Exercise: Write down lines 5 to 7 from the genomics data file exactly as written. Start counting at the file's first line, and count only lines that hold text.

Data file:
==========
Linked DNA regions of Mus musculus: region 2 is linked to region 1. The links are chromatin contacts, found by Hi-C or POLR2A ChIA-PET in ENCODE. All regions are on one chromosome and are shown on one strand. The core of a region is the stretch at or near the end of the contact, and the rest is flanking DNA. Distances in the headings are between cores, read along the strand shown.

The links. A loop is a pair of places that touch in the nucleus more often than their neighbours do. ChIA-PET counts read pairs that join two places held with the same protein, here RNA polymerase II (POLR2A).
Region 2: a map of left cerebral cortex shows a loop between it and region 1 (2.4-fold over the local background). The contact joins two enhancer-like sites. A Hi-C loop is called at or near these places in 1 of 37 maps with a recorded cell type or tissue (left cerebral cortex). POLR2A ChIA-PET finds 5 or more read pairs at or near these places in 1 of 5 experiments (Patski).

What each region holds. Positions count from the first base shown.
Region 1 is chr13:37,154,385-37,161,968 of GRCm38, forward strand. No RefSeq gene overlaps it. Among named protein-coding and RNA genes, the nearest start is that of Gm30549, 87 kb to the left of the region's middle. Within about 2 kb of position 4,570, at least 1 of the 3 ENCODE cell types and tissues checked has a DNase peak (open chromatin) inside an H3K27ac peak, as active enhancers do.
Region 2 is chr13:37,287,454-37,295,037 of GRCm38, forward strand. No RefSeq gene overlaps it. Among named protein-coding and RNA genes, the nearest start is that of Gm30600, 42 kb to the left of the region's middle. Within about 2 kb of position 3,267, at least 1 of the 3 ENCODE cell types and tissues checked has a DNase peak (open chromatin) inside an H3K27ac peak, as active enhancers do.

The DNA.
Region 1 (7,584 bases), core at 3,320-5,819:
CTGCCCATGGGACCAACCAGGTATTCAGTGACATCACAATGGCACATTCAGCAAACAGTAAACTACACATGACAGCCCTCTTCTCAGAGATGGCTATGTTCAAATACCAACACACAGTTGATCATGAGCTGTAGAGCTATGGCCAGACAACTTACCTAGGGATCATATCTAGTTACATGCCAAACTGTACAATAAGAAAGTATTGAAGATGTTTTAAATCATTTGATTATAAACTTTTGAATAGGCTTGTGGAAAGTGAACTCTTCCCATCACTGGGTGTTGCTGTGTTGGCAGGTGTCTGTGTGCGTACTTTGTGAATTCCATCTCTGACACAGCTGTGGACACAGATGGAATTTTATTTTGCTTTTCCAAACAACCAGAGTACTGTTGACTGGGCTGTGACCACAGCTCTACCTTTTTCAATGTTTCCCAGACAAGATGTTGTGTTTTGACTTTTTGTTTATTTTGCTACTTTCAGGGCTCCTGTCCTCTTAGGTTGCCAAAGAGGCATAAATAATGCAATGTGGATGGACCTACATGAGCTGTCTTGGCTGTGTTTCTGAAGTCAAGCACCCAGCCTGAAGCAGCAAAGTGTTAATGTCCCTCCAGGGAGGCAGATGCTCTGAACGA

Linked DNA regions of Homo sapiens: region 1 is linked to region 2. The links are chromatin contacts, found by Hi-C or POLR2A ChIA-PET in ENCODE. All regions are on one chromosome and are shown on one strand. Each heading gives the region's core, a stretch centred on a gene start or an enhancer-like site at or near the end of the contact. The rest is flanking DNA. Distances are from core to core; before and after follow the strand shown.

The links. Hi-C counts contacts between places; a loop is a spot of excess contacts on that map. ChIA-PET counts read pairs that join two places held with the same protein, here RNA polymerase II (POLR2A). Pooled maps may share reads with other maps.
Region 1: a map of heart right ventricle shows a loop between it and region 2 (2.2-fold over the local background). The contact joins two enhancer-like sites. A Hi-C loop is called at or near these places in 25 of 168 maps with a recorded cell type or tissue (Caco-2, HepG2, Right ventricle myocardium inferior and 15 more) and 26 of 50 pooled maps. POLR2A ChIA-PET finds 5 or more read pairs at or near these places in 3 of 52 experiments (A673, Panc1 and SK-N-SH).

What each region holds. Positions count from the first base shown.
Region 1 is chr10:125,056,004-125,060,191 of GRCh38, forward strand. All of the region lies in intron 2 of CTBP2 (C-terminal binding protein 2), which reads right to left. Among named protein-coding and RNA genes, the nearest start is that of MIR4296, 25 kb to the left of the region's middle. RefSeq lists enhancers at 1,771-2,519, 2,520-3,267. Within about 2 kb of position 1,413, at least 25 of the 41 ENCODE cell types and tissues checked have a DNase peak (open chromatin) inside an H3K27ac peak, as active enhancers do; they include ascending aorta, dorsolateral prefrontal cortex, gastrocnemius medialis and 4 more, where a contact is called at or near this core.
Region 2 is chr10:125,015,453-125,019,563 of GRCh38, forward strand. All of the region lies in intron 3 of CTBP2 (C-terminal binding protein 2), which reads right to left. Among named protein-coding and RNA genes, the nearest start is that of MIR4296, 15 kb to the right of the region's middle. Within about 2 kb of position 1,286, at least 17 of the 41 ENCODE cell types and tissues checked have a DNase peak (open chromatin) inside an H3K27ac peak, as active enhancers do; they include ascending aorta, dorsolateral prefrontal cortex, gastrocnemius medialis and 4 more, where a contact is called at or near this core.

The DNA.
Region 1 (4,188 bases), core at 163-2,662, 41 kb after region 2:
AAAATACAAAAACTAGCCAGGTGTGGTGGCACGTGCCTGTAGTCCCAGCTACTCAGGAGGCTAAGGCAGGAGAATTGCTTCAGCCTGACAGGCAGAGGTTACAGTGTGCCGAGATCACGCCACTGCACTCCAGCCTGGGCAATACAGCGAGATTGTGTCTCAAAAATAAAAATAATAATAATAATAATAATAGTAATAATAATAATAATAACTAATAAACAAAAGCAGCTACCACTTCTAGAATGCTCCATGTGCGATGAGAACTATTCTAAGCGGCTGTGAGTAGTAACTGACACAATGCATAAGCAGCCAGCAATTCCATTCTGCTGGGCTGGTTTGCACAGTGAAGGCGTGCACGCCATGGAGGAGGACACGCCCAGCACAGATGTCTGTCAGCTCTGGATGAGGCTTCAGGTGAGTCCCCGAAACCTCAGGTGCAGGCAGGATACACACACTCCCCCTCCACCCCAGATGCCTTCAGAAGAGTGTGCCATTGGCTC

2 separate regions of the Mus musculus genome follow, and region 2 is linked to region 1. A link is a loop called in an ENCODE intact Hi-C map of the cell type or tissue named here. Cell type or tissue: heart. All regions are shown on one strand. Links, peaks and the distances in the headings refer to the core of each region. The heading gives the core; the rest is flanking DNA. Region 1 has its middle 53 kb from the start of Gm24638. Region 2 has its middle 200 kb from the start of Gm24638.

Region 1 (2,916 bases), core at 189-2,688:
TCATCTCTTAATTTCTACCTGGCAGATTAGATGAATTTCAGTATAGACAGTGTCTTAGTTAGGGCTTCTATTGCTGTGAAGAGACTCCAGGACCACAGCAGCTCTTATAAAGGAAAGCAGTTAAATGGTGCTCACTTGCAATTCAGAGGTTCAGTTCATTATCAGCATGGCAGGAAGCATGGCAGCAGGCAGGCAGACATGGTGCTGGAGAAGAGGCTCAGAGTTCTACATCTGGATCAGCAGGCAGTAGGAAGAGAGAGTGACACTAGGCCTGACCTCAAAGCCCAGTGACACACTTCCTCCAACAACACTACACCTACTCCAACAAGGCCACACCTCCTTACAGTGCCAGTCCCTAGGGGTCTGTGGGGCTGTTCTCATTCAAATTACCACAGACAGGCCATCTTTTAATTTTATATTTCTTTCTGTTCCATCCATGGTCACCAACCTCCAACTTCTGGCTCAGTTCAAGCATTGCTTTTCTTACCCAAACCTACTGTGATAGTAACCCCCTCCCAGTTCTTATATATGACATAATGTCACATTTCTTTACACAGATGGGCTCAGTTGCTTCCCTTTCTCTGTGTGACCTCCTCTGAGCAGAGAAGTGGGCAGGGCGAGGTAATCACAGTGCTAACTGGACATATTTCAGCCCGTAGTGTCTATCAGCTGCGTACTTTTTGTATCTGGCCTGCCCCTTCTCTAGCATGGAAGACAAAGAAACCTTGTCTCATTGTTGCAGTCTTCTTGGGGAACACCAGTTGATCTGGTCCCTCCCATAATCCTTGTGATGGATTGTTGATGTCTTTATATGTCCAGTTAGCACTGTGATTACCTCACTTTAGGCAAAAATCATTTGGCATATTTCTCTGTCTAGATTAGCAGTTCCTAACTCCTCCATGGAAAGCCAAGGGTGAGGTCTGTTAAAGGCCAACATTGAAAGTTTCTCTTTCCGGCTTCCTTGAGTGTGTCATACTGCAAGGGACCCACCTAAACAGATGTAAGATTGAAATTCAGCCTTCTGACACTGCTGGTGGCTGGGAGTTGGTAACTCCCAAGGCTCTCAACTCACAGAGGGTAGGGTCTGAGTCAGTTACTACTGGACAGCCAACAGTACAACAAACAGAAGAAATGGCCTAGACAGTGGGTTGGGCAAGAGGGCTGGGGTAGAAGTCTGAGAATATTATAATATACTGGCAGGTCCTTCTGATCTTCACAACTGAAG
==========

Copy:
Region 1 is chr13:37,154,385-37,161,968 of GRCm38, forward strand. No RefSeq gene overlaps it. Among named protein-coding and RNA genes, the nearest start is that of Gm30549, 87 kb to the left of the region's middle. Within about 2 kb of position 4,570, at least 1 of the 3 ENCODE cell types and tissues checked has a DNase peak (open chromatin) inside an H3K27ac peak, as active enhancers do.
Region 2 is chr13:37,287,454-37,295,037 of GRCm38, forward strand. No RefSeq gene overlaps it. Among named protein-coding and RNA genes, the nearest start is that of Gm30600, 42 kb to the left of the region's middle. Within about 2 kb of position 3,267, at least 1 of the 3 ENCODE cell types and tissues checked has a DNase peak (open chromatin) inside an H3K27ac peak, as active enhancers do.

The DNA.